I have several memories of how I felt before diagnosis, whilst the symptoms were taking hold of me. The extreme thirst is hard to describe - it's like you haven't had a drink for weeks....you could drink a litre of water and then half an hour later you need another and then another!!! I remember having to keep going out of lessons at school and taking gulp after gulp of water from the drinking fountain and then of course having to go out of lessons again to have a wee after all the water I was drinking. God knows what the teachers thought I was doing!!!! I can remember being so so tired, mainly I think, because I was up and down so many times to the toilet or to make more drinks during the night!!!


I also remember losing my appetite and never feeling like eating anything. I would just push my food around my plate and try to get away with eating as little as possible at every meal....this of course lead to weight loss. Photos of me around that time are quite shocking in terms of how thin I actually was.

Other than the memory with my grandparents in the kitchen and my Mom on the phone, I dont recall much more about the day I was actually admitted to hospital.  I'm sure my Mom and Dad have much clearer memories of that than I do.  I can picture the ward I was on and the bed I was in and the Diabetes Nurse who looked after me whilst I was there.  He was called Martin, was really funny and was a Type 1 Diabetic himself.  I suppose because he knew what it was like, he tried to make us newly diagnosed kids smile as much as possible!!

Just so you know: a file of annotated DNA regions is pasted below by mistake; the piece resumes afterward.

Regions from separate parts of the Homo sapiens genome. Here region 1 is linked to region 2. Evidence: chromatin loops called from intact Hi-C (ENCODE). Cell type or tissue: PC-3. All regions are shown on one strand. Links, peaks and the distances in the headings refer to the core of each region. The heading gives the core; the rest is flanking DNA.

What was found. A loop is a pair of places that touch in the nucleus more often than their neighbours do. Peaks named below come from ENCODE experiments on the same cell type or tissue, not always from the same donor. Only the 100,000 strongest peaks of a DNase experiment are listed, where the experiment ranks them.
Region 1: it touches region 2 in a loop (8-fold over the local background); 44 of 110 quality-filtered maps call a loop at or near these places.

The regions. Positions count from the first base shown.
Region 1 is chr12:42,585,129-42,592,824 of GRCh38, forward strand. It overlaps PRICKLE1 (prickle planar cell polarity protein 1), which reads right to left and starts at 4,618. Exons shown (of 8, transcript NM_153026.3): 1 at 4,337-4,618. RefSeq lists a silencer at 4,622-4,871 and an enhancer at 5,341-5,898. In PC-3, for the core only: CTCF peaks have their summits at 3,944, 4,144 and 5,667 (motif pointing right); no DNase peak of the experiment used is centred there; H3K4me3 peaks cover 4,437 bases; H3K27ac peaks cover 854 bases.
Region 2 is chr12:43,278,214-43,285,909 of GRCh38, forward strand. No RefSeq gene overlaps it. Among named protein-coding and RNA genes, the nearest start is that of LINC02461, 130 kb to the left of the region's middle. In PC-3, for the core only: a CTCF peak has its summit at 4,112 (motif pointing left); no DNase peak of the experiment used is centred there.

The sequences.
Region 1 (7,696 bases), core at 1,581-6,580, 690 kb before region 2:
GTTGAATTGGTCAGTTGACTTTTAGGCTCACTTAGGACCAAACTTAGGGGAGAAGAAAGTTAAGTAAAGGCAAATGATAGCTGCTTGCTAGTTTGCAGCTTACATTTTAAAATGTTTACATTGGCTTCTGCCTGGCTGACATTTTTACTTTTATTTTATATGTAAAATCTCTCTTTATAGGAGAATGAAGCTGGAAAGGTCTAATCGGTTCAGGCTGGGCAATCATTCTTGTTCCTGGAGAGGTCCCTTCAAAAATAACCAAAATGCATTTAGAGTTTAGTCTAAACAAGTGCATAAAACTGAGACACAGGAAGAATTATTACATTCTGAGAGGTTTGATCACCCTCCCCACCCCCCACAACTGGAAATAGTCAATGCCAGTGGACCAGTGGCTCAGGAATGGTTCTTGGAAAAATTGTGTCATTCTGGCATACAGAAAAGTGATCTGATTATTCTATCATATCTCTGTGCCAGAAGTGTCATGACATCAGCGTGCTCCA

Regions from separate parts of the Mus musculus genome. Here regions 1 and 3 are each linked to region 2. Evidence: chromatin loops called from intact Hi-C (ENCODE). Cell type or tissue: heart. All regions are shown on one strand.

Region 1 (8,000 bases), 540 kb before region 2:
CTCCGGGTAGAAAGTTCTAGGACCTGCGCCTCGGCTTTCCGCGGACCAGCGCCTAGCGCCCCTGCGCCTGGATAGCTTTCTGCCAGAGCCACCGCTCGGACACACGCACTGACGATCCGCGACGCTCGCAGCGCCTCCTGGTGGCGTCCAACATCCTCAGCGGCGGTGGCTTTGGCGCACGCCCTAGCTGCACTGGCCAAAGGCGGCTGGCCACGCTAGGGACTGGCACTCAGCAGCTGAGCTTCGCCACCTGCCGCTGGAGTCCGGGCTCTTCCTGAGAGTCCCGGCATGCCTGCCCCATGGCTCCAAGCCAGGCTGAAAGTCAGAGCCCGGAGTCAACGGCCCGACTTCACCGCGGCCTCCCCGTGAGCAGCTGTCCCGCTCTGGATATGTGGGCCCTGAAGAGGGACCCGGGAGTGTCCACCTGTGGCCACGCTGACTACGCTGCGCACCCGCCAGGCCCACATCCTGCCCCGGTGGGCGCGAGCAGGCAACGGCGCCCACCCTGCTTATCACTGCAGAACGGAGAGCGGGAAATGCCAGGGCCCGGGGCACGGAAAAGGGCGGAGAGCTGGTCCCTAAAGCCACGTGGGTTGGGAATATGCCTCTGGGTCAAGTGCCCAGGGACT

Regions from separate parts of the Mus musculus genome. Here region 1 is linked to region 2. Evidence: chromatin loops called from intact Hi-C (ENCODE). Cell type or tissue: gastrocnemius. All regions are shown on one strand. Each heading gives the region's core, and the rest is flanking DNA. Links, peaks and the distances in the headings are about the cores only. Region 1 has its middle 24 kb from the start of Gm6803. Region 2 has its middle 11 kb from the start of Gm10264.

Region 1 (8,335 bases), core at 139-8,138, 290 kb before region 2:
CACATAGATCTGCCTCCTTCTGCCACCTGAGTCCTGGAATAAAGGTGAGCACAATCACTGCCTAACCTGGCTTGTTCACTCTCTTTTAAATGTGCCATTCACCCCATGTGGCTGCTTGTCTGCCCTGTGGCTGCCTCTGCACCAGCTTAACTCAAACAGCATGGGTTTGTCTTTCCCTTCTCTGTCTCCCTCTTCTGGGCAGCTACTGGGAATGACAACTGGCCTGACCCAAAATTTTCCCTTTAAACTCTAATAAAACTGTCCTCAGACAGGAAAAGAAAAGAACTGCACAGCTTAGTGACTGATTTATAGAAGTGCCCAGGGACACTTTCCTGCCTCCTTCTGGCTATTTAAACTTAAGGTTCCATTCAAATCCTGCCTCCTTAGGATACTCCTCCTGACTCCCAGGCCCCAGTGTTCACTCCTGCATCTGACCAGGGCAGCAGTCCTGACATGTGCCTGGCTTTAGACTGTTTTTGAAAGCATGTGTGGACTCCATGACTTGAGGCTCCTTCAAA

The day after I was diagnosed and admitted to hospital was my brother, Daniel's 7th birthday.  He was having a party at the local bowling alley and I wasn't allowed to go....gutted!!! I'd really been looking forward to burger and chips after the bowling!!!

First injection - I'm not sure how many days I'd been in hospital when I had to do my first injection but I can remember being understandably very scared.  I had always been absolutely petrified of needles so this really was my worst possible nightmare.  I had seen a TV programme a few weeks before about a Diabetic girl and I remember thinking how awful it would be to have to inject myself every day and now there I was having to do exactly the same!!!!  I've heard lots of people say they learned to do their injections into an orange before being 'let loose' on their own bodies but I didn't get to practice on any citrus fruit first, my first one was straight into my stomach!!